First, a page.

My weight is over the upper limit of 99 (and we’re done with that subject). Height? 62”? But I don’t particularly want to identify myself with being short.

Never played a sport with an assigned jersey number so that’s out.  Don’t have a favorite NFL player whose jersey number I could borrow on the spur of the moment.

Year I joined the home of the day job? 80 has a nice round ring to it and this was a day job meeting after all. OK, 80 is a possibility but after hearing the explanation behind the 42, I wanted something cooler!  How about 97, the year Skynet took over the world in the Terminator movie series? Oh wait, that didn’t happen so I guess not.

Who came up with this idea????

I watch Channel 4 news. My phone number adds up to 44. I don’t have a lucky number but I’m not scared of the number 13 so maybe I should select that. Oh the pressure.

Could I be my sign of the Zodiac instead? Or maybe my Chinese sign of the Zodiac? So I can talk about dragons?

No, has to be a number. Nine! Nine is my number! For the nine lives of a cat, which I’ve used up two an
d I’m on my third but let’s go with nine. Whew.

What one number would you have picked to represent yourself? And why?

Is your book like a warm teapot?

Here’s a review Katherine Mansfield wrote of E. M. Forster in 1917 that is very clever but not exactly the kind I’m hoping for on MY books – had to share:

“Forster never gets any further than warming the teapot. He’s a rare fine hand at that. Feel this teapot. Is it not beautifully warm? Yes, but there ain’t going to be no tea.”

This according to TIME magazine.

Last of the Mohicans

You, the Heroine, are standing literally in the middle of a battlefield, armed men all around you trying to kill each other, as a surprise attack has just taken place. The enemy wants to kill you. The man you love is in the rear of the column, a prisoner in chains. You have a one shot pistol and your terrified sister to protect. What do you do? What does your Hero do?

Well, if he’s Hawkeye, adopted son of the Mohicans, he gets himself free, fights his way through the battle taking place in a large meadow, kills the bad guy about to cut your throat and crushes you to him in a fast embrace before you and he flee to the river to escape.

One of the most intense movie scenes I’ve ever watched comes about half way through “Last of the Mohicans.”   I’ve been watching and rewatching that 4-5 minute sequence lately because in my newest Tale of the Nile paranormal romance, the hero Kamin has to rescue his lady love Nima in the middle of a battle and I wanted to create some of that same intensity when I wrote my scene. (NOT  recreate the scene – mine is totally different in place, detail and action – but see what elements built up that excitement.) Hawkeye is totally focused on getting to Cora before any of the Iroquois can kill her.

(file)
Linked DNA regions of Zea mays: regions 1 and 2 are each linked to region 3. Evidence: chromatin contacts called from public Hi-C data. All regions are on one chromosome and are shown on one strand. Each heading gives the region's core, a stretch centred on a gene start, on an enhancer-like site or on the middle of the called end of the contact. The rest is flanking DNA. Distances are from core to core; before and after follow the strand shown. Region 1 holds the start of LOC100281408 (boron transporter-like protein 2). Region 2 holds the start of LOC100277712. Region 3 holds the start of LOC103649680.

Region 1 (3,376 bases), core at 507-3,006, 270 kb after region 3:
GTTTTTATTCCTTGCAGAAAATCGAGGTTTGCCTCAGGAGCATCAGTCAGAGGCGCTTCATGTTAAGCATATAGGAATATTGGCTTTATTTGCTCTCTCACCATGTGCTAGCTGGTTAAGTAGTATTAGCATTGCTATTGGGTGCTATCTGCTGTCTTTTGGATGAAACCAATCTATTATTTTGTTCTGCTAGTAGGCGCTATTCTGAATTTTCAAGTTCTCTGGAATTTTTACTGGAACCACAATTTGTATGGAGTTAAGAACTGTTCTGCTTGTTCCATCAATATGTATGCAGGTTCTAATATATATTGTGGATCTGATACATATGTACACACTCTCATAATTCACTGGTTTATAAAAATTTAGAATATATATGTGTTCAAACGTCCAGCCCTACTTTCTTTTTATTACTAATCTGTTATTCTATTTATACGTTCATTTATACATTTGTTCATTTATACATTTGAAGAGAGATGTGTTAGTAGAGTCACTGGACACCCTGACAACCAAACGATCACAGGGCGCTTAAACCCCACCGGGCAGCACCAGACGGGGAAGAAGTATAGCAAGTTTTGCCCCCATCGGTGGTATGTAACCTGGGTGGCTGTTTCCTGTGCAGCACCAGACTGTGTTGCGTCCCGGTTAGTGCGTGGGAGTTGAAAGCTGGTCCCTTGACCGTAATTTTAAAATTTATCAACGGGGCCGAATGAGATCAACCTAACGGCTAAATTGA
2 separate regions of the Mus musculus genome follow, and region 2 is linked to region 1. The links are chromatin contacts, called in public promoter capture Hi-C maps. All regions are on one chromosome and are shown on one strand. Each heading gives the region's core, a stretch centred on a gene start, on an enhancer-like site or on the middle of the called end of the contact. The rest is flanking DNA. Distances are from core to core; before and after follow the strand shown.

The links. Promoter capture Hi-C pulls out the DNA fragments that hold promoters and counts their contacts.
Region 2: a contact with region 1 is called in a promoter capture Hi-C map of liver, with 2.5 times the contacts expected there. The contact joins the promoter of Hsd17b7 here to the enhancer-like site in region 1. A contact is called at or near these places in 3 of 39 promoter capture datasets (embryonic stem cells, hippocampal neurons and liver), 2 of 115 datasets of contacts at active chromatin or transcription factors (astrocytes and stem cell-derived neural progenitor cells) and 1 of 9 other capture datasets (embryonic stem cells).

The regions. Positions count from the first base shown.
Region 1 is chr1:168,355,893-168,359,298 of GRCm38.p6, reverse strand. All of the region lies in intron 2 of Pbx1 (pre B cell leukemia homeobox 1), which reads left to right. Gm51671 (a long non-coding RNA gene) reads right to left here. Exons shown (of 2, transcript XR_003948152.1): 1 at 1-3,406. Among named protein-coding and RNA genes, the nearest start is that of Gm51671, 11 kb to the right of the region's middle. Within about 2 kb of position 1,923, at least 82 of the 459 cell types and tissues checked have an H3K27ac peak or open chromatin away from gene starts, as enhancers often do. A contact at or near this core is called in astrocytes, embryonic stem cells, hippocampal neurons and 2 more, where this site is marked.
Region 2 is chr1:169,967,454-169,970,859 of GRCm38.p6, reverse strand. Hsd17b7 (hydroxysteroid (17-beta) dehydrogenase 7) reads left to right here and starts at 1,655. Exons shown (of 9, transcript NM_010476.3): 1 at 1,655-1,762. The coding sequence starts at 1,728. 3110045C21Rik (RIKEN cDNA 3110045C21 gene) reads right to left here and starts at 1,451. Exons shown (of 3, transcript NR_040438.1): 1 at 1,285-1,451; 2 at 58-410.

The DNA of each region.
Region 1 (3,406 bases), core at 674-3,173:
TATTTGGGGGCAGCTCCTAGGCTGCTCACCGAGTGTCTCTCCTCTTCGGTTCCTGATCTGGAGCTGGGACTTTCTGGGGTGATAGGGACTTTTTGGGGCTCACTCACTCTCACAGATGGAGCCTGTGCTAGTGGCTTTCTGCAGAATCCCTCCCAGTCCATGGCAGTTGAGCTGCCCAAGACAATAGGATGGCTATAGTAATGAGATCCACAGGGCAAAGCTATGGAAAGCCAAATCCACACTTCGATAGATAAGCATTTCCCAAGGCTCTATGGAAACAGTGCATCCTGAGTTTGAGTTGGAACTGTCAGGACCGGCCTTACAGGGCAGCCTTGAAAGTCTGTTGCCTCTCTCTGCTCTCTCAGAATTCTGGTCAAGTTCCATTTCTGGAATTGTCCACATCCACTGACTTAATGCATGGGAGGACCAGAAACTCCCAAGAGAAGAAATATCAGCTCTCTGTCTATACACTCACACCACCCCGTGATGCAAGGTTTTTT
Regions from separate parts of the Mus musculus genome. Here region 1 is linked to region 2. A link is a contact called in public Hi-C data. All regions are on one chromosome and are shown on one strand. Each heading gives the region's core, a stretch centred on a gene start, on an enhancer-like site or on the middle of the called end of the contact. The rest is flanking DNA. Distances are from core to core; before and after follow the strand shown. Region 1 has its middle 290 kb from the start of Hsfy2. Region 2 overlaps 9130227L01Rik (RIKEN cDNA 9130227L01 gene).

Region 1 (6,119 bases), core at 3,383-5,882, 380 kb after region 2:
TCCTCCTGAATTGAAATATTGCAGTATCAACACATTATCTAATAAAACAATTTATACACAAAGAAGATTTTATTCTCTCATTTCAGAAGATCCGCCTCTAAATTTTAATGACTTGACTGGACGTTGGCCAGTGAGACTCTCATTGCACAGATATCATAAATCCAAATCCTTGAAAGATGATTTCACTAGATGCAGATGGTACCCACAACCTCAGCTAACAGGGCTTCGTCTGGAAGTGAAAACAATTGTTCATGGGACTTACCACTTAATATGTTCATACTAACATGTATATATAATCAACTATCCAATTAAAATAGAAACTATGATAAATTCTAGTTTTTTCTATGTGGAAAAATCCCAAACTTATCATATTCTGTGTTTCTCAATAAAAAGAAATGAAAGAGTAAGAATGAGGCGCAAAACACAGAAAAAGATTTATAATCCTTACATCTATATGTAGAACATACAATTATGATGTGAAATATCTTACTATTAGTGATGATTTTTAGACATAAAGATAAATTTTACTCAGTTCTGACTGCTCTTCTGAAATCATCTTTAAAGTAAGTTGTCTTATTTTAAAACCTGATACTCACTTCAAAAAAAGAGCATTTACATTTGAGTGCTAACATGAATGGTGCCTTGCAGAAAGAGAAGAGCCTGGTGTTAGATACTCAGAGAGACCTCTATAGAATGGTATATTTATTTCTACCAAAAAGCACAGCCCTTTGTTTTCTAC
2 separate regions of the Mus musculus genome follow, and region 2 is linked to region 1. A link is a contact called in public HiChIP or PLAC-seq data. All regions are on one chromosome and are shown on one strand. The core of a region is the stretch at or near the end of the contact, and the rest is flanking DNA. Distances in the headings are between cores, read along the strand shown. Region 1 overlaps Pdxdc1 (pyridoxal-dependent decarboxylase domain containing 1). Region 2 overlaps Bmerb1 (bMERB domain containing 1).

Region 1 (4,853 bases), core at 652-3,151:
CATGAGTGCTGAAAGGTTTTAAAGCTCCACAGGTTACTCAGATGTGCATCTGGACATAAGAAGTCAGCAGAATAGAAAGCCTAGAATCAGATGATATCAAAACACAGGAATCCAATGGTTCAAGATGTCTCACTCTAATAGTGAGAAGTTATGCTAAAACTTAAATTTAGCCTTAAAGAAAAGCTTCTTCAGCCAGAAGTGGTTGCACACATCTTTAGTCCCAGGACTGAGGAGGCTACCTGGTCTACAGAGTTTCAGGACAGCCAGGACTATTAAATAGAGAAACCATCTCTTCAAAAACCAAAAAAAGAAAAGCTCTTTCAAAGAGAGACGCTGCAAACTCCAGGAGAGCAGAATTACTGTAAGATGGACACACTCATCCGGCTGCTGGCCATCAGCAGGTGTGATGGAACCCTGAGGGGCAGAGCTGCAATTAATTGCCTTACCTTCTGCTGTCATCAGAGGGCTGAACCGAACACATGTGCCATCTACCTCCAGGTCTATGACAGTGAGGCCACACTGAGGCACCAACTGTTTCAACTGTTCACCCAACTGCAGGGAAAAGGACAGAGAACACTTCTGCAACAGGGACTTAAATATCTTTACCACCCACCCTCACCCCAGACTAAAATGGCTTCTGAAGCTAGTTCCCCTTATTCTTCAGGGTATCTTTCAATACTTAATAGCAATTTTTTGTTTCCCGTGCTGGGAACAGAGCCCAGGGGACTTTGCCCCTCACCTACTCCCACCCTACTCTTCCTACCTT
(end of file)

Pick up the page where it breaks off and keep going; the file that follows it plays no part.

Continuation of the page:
He and his two companions literally run through the fringes of the battle, which has become a confused and deadly arena of man to man individual fights. Hawkeye engages with the enemy warriors only when they get in his way. He keeps his focus on getting to Cora. There’s a poignant blink-and-you-miss-it moment where he runs right by another, unnamed woman who is standing there in a terrified daze. I always wonder what happened to her but you can’t blame Hawkeye for leaving her to her fate. There’s no time for chivalry, no time for gallantry, no time to do anything but sprint as fast as he can run, to Cora.

She’s not tamely waiting for him to rescue her, mind you. She shoots one enemy dead and tries to fight off another bare handed, all of which buys precious time for Hawkeye to get to her.

And eventually they get their HEA, after other tense and tragic moments. Do you have a favorite movie or novel scene with this kind of heart stopping intensity? I’d love to hear about it!

Curse of a Writer’s Brain

Writer’s brain can be a blessing and a curse. I tend to view everything through the novelistic  lens, which doesn’t always serve me in good stead. Last week at the day job I was participating in a class on resilience. So far, so good. I regard myself as extremely resilient!

But one of the exercises involved scoring yourself against a set of 18 one liner situations. Would you assume the situation was caused by you or someone else? Is it permanent or temporary; does it affect your whole life or only one area? Most of the class zipped right through this. I, on the other hand, was stuck on the first question, something about a friend asking me to help solve a problem and I said no. Which friend, I pondered? Why wouldn’t I help them? That’s not like me! Was I sick? Overworked? On a deadline?  Was it a personal problem? A work problem? A relationship issue? Male or female friend?

You can see the plot line developing in my head, right?